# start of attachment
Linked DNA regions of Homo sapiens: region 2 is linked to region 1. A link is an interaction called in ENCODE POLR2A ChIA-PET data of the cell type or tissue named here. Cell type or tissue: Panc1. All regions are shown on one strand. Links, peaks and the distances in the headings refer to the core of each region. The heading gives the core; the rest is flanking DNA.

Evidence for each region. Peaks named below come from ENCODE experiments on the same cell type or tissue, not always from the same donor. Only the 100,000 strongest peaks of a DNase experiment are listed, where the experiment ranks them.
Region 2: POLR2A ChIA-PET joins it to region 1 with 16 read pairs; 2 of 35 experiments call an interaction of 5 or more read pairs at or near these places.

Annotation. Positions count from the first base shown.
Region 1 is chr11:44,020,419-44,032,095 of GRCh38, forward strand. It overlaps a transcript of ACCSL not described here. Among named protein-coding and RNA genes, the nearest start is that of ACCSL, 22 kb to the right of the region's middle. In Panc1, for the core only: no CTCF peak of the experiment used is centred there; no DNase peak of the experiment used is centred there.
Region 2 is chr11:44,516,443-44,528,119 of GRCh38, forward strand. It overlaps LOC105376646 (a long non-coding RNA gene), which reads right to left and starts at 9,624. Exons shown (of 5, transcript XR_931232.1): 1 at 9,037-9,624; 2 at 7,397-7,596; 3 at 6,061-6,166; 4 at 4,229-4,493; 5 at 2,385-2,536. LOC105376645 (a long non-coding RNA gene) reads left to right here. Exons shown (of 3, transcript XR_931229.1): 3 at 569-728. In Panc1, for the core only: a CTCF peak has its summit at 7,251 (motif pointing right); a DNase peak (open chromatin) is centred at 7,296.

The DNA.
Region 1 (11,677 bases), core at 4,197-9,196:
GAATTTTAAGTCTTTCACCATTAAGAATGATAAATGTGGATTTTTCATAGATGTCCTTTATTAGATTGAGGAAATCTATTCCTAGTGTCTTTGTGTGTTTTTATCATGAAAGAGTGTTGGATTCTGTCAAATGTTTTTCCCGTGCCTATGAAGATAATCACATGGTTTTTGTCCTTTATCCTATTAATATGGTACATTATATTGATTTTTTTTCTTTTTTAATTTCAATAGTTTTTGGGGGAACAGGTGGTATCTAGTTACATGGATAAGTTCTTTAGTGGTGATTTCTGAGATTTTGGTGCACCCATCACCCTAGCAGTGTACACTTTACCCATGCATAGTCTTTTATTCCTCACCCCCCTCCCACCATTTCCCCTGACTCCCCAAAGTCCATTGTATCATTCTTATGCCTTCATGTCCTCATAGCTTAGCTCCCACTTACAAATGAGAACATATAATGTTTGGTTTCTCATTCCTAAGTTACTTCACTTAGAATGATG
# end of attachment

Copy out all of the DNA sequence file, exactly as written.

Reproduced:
Linked DNA regions of Homo sapiens: region 2 is linked to region 1. A link is an interaction called in ENCODE POLR2A ChIA-PET data of the cell type or tissue named here. Cell type or tissue: Panc1. All regions are shown on one strand. Links, peaks and the distances in the headings refer to the core of each region. The heading gives the core; the rest is flanking DNA.

Evidence for each region. Peaks named below come from ENCODE experiments on the same cell type or tissue, not always from the same donor. Only the 100,000 strongest peaks of a DNase experiment are listed, where the experiment ranks them.
Region 2: POLR2A ChIA-PET joins it to region 1 with 16 read pairs; 2 of 35 experiments call an interaction of 5 or more read pairs at or near these places.

Annotation. Positions count from the first base shown.
Region 1 is chr11:44,020,419-44,032,095 of GRCh38, forward strand. It overlaps a transcript of ACCSL not described here. Among named protein-coding and RNA genes, the nearest start is that of ACCSL, 22 kb to the right of the region's middle. In Panc1, for the core only: no CTCF peak of the experiment used is centred there; no DNase peak of the experiment used is centred there.
Region 2 is chr11:44,516,443-44,528,119 of GRCh38, forward strand. It overlaps LOC105376646 (a long non-coding RNA gene), which reads right to left and starts at 9,624. Exons shown (of 5, transcript XR_931232.1): 1 at 9,037-9,624; 2 at 7,397-7,596; 3 at 6,061-6,166; 4 at 4,229-4,493; 5 at 2,385-2,536. LOC105376645 (a long non-coding RNA gene) reads left to right here. Exons shown (of 3, transcript XR_931229.1): 3 at 569-728. In Panc1, for the core only: a CTCF peak has its summit at 7,251 (motif pointing right); a DNase peak (open chromatin) is centred at 7,296.

The DNA.
Region 1 (11,677 bases), core at 4,197-9,196:
GAATTTTAAGTCTTTCACCATTAAGAATGATAAATGTGGATTTTTCATAGATGTCCTTTATTAGATTGAGGAAATCTATTCCTAGTGTCTTTGTGTGTTTTTATCATGAAAGAGTGTTGGATTCTGTCAAATGTTTTTCCCGTGCCTATGAAGATAATCACATGGTTTTTGTCCTTTATCCTATTAATATGGTACATTATATTGATTTTTTTTCTTTTTTAATTTCAATAGTTTTTGGGGGAACAGGTGGTATCTAGTTACATGGATAAGTTCTTTAGTGGTGATTTCTGAGATTTTGGTGCACCCATCACCCTAGCAGTGTACACTTTACCCATGCATAGTCTTTTATTCCTCACCCCCCTCCCACCATTTCCCCTGACTCCCCAAAGTCCATTGTATCATTCTTATGCCTTCATGTCCTCATAGCTTAGCTCCCACTTACAAATGAGAACATATAATGTTTGGTTTCTCATTCCTAAGTTACTTCACTTAGAATGATG